Geek Love, Katherine Dunn

V. K. loves:

Neil Gaiman, American Gods
George R. R. Martin, A Song of Ice and Fire Series
André Aciman, Call Me By Your Name

Other things I like: aerial arts, i.e. pole dancing, lyra hoop, circus stuff

I like stories that are simple and powerful. Stories about strong women who are outcasted or rejected in some way are also appealing to me.

Lit Hub recommends:

Without a doubt, the book you are looking for is Geek Love, by Katherine Dunn. It’s got everything you like: fantasy elements, wonderful writing, “circus stuff” (so much circus stuff!), and female outcasts galore. It’s also a book known to change lives, so be ready. –Emily Temple, Managing Editor

Lee Connell, The Party Upstairs

Marilee S. loves:

My favorite writer is Iris Murdoch, and I’m always looking for someone with the same qualities of story, character, philosophy, humor, and social satire. 

Hernan Diaz, In the Distance
Elizabeth Strout, My Name is Lucy Barton
Paul Harding, Tinkers
Oh, and Lee Child

Lit Hub recommends:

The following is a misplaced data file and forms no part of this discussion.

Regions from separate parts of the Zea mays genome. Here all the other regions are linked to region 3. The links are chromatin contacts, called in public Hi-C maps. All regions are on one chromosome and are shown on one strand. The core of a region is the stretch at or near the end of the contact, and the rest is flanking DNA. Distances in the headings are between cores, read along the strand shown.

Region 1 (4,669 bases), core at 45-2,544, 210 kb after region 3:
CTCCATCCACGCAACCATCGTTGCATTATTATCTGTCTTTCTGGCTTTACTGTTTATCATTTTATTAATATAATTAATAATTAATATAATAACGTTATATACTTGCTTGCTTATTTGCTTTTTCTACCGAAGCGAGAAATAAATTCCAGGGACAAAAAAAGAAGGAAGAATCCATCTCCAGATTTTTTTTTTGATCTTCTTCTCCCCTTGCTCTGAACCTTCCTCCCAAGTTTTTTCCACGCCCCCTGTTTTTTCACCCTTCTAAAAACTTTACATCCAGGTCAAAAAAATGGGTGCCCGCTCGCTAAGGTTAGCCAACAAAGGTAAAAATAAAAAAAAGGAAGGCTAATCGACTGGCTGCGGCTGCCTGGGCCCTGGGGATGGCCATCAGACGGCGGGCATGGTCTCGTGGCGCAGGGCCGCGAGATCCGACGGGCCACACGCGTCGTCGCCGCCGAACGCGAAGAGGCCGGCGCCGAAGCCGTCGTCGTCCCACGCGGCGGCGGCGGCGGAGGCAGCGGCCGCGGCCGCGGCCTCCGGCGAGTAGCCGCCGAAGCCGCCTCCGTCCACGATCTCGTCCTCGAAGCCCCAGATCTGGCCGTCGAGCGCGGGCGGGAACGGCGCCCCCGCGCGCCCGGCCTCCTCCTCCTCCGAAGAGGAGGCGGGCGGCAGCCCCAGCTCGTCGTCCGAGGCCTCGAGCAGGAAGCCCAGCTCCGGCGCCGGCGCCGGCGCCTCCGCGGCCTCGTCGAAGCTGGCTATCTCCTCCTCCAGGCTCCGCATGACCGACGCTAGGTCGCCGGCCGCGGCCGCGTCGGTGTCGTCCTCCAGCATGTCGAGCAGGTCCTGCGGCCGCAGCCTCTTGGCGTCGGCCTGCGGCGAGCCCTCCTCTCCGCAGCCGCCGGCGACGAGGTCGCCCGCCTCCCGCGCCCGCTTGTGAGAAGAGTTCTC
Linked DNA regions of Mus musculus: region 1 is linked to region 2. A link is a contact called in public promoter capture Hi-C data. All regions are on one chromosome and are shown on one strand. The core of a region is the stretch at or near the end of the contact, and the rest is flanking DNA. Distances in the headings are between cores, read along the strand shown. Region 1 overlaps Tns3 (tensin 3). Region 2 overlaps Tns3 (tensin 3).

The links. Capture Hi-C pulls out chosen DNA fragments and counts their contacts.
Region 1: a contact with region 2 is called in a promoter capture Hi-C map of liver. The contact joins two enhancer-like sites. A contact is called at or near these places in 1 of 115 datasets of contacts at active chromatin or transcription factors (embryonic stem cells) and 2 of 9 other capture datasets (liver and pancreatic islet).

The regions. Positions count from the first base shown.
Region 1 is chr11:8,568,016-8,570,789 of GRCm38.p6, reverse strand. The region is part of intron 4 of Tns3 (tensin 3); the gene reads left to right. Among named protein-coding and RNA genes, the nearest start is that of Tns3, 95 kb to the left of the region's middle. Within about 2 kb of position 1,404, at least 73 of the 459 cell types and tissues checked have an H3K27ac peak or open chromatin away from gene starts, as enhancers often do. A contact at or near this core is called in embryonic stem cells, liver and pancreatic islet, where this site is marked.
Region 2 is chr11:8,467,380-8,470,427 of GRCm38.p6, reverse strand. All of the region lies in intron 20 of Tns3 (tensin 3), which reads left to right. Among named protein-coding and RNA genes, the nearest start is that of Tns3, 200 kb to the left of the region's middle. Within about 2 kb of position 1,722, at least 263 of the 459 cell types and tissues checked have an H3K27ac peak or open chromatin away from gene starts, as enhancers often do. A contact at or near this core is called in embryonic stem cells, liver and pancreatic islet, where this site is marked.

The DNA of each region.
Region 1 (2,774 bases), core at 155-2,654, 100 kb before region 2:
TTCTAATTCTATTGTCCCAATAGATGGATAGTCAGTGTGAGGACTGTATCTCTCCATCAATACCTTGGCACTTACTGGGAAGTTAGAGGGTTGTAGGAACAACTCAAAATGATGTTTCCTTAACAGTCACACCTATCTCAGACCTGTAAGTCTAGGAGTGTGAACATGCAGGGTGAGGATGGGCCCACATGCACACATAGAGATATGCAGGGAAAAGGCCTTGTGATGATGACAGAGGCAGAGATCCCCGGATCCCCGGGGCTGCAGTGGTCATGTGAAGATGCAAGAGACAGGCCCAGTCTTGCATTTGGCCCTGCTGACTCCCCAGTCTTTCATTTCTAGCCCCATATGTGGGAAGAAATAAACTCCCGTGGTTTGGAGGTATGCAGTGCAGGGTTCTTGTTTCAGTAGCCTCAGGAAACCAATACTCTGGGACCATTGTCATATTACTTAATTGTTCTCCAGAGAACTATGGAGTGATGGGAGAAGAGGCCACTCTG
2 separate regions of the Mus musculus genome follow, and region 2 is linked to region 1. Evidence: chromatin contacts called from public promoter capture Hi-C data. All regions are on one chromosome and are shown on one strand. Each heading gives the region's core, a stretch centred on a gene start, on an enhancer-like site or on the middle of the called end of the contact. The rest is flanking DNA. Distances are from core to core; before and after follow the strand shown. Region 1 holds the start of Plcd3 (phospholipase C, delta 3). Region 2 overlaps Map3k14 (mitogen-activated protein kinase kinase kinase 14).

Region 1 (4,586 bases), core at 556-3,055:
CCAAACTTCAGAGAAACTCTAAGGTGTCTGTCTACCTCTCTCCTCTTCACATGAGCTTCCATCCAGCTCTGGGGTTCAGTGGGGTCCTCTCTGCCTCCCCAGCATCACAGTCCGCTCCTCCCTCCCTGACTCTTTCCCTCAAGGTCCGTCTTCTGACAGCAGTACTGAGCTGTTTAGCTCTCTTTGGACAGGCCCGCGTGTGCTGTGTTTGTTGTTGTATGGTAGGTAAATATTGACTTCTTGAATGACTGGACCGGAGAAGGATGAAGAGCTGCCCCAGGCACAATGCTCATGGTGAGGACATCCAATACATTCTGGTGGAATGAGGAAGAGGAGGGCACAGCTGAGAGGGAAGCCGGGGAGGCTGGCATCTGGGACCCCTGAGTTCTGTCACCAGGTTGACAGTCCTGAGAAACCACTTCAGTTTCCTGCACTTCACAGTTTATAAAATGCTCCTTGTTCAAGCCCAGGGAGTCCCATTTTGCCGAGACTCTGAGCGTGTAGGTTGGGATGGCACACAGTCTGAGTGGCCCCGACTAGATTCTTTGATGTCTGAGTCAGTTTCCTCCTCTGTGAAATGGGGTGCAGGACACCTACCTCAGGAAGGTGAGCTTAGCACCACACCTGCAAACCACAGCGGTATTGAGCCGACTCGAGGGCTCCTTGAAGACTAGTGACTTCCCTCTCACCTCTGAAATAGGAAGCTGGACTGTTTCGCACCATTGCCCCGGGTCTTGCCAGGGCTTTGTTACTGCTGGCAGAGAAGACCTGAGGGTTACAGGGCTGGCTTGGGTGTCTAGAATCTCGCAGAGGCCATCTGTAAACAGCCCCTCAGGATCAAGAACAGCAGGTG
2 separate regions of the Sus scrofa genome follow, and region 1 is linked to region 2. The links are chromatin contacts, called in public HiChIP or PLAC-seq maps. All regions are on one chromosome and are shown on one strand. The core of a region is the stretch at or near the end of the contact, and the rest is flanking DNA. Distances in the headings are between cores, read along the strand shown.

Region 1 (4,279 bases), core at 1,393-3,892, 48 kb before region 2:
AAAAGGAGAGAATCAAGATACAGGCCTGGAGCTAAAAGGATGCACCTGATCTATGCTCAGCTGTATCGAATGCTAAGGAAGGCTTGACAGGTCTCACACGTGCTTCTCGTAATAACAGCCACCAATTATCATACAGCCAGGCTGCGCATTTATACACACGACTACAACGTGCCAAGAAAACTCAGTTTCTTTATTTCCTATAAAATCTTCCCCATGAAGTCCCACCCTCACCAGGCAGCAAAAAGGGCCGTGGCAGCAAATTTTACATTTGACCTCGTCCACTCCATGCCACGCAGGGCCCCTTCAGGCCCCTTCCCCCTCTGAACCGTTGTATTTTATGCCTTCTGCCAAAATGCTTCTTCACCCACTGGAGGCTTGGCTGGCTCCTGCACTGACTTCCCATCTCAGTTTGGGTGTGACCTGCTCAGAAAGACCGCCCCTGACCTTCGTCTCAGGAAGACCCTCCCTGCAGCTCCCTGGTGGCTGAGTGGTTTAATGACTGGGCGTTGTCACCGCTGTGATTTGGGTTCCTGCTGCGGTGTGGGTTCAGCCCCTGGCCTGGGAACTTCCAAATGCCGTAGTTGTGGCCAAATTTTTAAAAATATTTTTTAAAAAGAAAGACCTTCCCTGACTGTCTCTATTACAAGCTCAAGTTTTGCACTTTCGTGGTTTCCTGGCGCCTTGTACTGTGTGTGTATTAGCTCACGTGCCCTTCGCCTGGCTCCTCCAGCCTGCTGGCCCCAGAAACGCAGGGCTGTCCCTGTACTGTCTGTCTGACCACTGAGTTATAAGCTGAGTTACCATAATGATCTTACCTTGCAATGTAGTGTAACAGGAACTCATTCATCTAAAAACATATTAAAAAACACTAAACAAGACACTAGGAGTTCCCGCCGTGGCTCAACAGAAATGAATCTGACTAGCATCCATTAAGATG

I. LOVE. IRIS. MURDOCH. SO. MUCH. So cruel and wise, in such a very British way. I want to recommend a spy novel that I think gets to some of what you’re looking for, at least (it’s hard to match Murdoch). Edgard Telles Ribeiro’s His Own Man follows the rise of an enigmatic spy, viewed from the perspective of a colorless bureaucrat, as the two navigate the upper echelons of Brazilian society in the 1960s as first Brazil, then much of the rest of the country, see their democratically elected governments toppled by nefarious and secretive forces and replaced by dictatorships. I think you might also dig The Party Upstairs, by Lee Connell. It’s a debut out this June that has a novel twist on the upstairs/downstairs story perfect for those stuck inside. A super for a high-priced Manhattan coop is sick of the privileged tenants never thinking about the consequences of their own actions, and his daughter’s friendship with the penthouse owner’s daughter is fraught with artistic competition and increasing compromised by patronizing tones and growing resentment. It isn’t long before everything comes to a boiling point, in what I’m describing as a Marxist Mrs. Dalloway, (or maybe a Marxist Big Little Lies). –Molly Odintz, CrimeReads Senior Editor